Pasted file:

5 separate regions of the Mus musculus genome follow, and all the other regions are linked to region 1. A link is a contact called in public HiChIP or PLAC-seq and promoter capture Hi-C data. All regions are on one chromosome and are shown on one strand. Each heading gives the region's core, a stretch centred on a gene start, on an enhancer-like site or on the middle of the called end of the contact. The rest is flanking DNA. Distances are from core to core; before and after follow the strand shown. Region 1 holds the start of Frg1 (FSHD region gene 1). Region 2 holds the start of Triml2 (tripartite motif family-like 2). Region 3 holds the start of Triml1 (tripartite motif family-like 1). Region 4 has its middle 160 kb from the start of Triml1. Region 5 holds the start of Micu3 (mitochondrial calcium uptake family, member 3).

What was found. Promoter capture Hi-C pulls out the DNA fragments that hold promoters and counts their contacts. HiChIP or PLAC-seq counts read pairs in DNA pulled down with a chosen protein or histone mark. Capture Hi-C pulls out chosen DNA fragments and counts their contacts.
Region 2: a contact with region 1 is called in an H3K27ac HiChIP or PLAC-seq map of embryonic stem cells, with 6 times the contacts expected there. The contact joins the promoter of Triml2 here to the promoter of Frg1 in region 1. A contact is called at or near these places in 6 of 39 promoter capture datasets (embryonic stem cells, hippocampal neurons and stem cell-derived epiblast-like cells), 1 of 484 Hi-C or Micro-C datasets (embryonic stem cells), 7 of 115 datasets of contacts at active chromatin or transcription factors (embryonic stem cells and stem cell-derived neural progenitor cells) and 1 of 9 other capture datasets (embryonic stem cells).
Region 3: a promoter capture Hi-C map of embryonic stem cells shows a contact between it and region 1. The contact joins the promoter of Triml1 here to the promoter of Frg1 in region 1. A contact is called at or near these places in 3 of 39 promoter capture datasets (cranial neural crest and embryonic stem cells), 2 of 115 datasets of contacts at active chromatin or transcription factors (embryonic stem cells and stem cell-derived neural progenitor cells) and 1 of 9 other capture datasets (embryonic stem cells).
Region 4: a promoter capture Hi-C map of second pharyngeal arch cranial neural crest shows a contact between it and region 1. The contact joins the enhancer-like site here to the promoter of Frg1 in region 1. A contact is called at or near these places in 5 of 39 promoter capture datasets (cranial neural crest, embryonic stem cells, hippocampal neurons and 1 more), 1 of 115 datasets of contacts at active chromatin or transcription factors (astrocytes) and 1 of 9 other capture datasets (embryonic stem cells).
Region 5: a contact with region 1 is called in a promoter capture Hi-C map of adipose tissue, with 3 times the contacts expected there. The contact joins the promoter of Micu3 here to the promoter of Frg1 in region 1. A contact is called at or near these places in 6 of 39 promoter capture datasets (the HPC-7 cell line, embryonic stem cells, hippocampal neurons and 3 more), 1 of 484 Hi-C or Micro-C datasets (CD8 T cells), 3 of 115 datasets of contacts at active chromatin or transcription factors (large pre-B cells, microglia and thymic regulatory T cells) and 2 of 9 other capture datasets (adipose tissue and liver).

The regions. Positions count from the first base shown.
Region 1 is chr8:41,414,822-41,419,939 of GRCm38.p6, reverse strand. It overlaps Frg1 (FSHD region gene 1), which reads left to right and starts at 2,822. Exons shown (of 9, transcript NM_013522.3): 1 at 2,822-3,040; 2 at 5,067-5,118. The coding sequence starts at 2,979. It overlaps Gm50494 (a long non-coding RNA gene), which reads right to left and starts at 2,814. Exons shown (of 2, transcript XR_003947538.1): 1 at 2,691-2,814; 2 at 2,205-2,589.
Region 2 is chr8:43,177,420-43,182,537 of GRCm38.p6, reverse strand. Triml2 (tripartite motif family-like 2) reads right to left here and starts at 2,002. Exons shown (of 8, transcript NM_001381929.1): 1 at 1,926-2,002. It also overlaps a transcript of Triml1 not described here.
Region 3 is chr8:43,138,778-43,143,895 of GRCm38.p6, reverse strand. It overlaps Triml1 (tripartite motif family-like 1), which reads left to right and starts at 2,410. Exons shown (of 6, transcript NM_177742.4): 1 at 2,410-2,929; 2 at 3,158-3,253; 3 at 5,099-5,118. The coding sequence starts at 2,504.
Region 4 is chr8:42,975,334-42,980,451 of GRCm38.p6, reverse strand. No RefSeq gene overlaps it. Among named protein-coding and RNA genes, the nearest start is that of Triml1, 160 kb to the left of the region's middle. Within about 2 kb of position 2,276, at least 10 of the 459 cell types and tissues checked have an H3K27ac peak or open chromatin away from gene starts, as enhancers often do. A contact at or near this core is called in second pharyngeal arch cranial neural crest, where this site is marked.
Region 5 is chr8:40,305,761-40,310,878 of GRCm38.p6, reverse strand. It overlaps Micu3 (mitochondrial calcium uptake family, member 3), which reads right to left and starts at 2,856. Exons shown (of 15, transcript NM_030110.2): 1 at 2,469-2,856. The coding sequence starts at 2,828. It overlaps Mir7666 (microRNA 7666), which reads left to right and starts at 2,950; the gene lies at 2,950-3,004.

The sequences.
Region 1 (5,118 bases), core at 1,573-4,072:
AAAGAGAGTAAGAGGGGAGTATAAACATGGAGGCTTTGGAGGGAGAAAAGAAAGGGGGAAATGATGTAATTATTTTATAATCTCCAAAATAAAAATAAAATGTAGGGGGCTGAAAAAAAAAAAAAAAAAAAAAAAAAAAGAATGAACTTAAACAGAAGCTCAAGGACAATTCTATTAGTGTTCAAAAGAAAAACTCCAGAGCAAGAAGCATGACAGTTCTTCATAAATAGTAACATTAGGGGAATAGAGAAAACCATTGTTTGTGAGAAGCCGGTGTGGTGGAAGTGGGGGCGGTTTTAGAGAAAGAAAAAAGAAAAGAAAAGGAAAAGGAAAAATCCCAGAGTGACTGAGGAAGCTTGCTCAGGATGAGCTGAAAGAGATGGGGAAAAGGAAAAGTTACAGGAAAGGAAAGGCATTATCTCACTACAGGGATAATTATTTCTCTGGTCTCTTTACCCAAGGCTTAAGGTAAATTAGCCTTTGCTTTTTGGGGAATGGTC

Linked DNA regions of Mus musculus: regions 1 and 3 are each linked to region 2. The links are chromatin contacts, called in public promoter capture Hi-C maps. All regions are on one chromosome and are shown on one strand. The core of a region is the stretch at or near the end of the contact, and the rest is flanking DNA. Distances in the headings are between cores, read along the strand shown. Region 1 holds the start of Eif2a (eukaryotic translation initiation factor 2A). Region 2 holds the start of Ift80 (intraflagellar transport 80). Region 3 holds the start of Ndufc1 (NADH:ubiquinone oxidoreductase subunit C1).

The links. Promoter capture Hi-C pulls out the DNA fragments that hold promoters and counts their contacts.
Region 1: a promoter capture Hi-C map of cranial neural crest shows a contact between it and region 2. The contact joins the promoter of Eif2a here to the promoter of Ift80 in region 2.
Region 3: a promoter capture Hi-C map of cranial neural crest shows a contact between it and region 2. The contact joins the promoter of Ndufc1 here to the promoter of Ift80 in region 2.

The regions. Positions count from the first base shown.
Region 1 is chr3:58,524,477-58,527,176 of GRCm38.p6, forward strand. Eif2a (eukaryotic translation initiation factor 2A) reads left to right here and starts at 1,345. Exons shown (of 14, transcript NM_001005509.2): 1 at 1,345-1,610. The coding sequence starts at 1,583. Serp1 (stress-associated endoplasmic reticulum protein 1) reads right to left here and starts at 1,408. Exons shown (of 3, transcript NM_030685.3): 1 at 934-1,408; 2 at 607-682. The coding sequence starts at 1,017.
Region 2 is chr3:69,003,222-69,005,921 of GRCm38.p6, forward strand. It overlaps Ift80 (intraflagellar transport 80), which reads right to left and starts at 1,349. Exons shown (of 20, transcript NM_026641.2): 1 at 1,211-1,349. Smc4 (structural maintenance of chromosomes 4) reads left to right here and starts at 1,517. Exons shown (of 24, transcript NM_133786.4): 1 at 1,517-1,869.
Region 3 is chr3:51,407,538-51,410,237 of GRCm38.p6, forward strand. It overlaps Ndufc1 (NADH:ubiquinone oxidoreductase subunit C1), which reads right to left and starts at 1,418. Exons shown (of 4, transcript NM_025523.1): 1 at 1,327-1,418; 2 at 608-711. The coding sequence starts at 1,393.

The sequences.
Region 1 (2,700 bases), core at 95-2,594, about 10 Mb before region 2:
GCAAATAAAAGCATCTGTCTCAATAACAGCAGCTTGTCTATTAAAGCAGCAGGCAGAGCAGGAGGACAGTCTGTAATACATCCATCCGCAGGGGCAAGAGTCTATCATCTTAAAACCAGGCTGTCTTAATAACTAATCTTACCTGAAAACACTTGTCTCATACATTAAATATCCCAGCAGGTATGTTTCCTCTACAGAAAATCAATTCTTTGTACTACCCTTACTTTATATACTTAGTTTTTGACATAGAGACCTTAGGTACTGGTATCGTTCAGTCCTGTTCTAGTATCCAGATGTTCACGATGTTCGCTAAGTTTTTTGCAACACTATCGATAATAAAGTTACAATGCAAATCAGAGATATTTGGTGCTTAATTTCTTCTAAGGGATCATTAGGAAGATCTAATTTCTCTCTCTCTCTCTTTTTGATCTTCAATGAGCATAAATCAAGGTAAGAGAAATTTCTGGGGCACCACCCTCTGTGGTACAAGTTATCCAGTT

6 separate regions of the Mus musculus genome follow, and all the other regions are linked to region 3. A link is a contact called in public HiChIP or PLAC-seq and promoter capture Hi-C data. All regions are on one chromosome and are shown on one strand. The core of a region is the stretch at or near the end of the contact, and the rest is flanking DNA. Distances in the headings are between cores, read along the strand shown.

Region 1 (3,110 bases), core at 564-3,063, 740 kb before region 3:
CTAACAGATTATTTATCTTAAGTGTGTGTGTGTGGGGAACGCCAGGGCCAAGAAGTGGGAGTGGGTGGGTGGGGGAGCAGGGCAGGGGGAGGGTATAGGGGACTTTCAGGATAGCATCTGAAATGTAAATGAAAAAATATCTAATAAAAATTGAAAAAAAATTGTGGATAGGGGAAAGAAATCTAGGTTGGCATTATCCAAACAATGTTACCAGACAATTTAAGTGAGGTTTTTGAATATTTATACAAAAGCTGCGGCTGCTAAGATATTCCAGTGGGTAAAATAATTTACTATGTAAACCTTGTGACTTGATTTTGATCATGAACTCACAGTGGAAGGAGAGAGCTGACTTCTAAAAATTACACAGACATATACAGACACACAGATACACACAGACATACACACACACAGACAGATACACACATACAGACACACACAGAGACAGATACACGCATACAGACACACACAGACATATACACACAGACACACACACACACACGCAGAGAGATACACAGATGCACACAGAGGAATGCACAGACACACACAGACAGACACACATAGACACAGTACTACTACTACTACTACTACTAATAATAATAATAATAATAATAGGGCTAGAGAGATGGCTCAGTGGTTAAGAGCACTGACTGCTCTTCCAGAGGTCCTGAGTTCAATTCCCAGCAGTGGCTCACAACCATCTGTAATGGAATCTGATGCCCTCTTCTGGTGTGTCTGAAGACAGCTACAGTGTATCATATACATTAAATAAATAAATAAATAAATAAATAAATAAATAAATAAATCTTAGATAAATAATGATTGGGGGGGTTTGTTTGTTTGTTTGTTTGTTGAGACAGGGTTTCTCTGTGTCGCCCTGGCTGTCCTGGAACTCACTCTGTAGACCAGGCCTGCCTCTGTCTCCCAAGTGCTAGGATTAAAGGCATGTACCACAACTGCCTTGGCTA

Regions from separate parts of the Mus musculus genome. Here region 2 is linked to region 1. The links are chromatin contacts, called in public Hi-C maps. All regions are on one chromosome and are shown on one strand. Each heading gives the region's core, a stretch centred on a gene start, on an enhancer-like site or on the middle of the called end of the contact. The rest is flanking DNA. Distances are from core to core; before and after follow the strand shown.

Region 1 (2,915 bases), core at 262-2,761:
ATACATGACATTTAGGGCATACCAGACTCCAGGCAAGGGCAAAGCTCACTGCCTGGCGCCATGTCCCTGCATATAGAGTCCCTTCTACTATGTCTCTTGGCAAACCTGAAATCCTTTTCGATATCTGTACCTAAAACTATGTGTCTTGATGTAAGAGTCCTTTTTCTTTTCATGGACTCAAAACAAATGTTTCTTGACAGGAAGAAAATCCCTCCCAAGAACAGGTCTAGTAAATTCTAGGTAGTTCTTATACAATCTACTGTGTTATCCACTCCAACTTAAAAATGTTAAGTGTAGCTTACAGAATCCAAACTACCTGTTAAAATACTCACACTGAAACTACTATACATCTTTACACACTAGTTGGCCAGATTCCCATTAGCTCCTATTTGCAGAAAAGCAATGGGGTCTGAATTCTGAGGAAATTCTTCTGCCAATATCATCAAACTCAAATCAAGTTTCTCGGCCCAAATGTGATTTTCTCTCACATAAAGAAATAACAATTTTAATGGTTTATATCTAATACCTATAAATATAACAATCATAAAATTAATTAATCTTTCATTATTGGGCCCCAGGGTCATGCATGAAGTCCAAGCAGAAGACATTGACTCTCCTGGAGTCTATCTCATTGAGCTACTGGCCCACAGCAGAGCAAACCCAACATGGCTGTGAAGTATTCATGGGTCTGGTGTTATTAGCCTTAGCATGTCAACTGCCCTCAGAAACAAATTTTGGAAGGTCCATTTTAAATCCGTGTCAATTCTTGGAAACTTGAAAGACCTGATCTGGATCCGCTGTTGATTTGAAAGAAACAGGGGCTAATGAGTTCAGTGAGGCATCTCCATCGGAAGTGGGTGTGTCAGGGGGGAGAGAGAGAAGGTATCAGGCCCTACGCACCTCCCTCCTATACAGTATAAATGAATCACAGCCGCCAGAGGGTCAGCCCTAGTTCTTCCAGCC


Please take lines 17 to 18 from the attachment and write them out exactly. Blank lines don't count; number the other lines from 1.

The links. Promoter capture Hi-C pulls out the DNA fragments that hold promoters and counts their contacts.
Region 1: a promoter capture Hi-C map of cranial neural crest shows a contact between it and region 2. The contact joins the promoter of Eif2a here to the promoter of Ift80 in region 2.